Ashley Madison hackers allegedly just released all the stolen user data

A whole lot of people are about to have a very bad night.

Nearly 10 gigabytes worth of data stolen from Ashley Madison, the leading online dating site for adulterers, has reportedly been posted on the Dark Net.

The Daily Dot is currently working to verify the authenticity of the files and the user data they purportedly contain.

If the data is authentic—according to multiple security experts, it is legitimate—this could be the promised follow through after a headline-grabbing hack of the website took place last month by a group of hackers calling themselves Impact Team. The hackers said the breach of the site came in response to what they describe as dishonest business practices by Ashley Madison and its parent company, Avid Life Media.

Release of the data may mean that more than 36 million members in 46 countries stand to have personal information revealed to the public. The data reportedly includes credit card info, login credentials, and of course, the intimate details of their possible affairs.

In some countries, adultery is more than embarrassing—it’s illegal, and exposed Ashley Madison users are at risk of criminal charges. Blackmailers, divorce attorneys, and others may profit off the data as well.

It will likely be difficult or impossible to verify all the data, however. Reports are already circulating that the files include individuals from the U.K. government as well as world-famous people, like former British Prime Minister Tony Blair. 

There’s no reason to believe Blair is actually on the site because anyone can create an account using names and email addresses from other individuals.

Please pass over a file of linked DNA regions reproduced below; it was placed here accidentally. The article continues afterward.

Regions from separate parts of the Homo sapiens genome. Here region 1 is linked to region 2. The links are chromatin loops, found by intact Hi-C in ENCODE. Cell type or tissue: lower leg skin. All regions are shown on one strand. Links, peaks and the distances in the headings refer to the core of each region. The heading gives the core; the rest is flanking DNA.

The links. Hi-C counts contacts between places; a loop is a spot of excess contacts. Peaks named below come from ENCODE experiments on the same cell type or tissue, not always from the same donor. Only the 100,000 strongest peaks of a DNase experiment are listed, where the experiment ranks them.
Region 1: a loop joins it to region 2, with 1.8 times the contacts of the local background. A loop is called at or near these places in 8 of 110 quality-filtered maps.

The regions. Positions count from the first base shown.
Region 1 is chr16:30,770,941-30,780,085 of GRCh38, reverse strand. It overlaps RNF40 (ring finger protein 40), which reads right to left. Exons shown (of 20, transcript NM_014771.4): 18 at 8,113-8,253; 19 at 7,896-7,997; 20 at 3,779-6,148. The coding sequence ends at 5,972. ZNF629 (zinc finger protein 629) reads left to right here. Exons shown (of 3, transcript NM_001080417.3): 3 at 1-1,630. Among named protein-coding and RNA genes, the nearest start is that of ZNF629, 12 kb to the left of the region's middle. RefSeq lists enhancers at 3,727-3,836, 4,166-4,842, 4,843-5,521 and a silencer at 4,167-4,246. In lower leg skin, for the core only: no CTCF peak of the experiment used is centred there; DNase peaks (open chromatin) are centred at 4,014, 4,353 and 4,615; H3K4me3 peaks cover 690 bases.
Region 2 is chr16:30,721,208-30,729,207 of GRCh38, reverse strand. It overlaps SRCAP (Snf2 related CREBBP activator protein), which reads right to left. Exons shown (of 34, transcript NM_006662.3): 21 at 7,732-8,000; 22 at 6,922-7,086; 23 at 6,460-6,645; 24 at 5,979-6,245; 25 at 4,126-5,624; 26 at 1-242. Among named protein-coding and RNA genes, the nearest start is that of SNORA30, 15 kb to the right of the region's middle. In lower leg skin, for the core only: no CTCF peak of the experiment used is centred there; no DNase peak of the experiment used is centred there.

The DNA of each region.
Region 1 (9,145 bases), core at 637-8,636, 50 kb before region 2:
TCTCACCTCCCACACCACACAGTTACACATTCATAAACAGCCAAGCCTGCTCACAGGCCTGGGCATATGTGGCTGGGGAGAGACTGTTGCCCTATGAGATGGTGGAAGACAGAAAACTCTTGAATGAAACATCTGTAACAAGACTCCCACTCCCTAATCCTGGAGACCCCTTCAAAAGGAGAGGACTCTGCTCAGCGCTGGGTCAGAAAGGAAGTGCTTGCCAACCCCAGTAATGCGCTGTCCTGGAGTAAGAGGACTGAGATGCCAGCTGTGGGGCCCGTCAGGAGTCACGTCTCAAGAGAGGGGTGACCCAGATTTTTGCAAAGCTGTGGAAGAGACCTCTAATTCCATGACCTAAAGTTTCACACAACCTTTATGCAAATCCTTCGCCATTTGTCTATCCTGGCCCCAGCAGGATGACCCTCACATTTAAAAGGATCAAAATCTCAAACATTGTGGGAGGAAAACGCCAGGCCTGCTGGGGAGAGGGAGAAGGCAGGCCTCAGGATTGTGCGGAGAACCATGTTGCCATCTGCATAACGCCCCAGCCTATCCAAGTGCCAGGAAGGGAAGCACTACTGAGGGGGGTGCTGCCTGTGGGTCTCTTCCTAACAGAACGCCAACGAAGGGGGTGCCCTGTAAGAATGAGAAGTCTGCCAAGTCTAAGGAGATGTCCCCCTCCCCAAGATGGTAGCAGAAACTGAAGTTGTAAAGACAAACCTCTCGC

Even if the files are somehow verified, many argue that actually publicizing the details is the wrong move.

“It’s not up to a group of hackers—or the public—to dictate how these users’ relationships pan out, let alone force the issue of alleged cheating,” The Daily Dot’s Derrick Clifton argued. “Even if there’s one name on the list that belongs to someone we know, the manner in which we learn about their sexual behaviors matters as much as the act itself.”

Update 10:10pm CT, Aug. 18: Everyone from cybersecurity experts, journalists, and 4chan users have begun digging into the released data trove, only to leave more questions than answers. 

While some claim to have confirmed that certain leaked data belonged to legitimate Ashley Madison users, the journalist who broke the story of the site’s data breach, Brian Krebs, reports that Ashley Madison’s security experts have not yet confirmed the data’s authenticity.

Raja Bhatia, Ashley Madison’s chief technology officer, told Krebs that his team of devoted investigators has reviewed more than 100GB of data purporting to be from the site’s databases. Little of it, Bhatia said, has proved legitimate. 

“The overwhelming amount of data released in the last three weeks is fake data,” Bhatia said.

Bhatia specifically points to the fact that the leaked data contains credit card transaction information—a detail the Daily Dot has confirmed—that Ashley Madison allegedly does not store on its servers.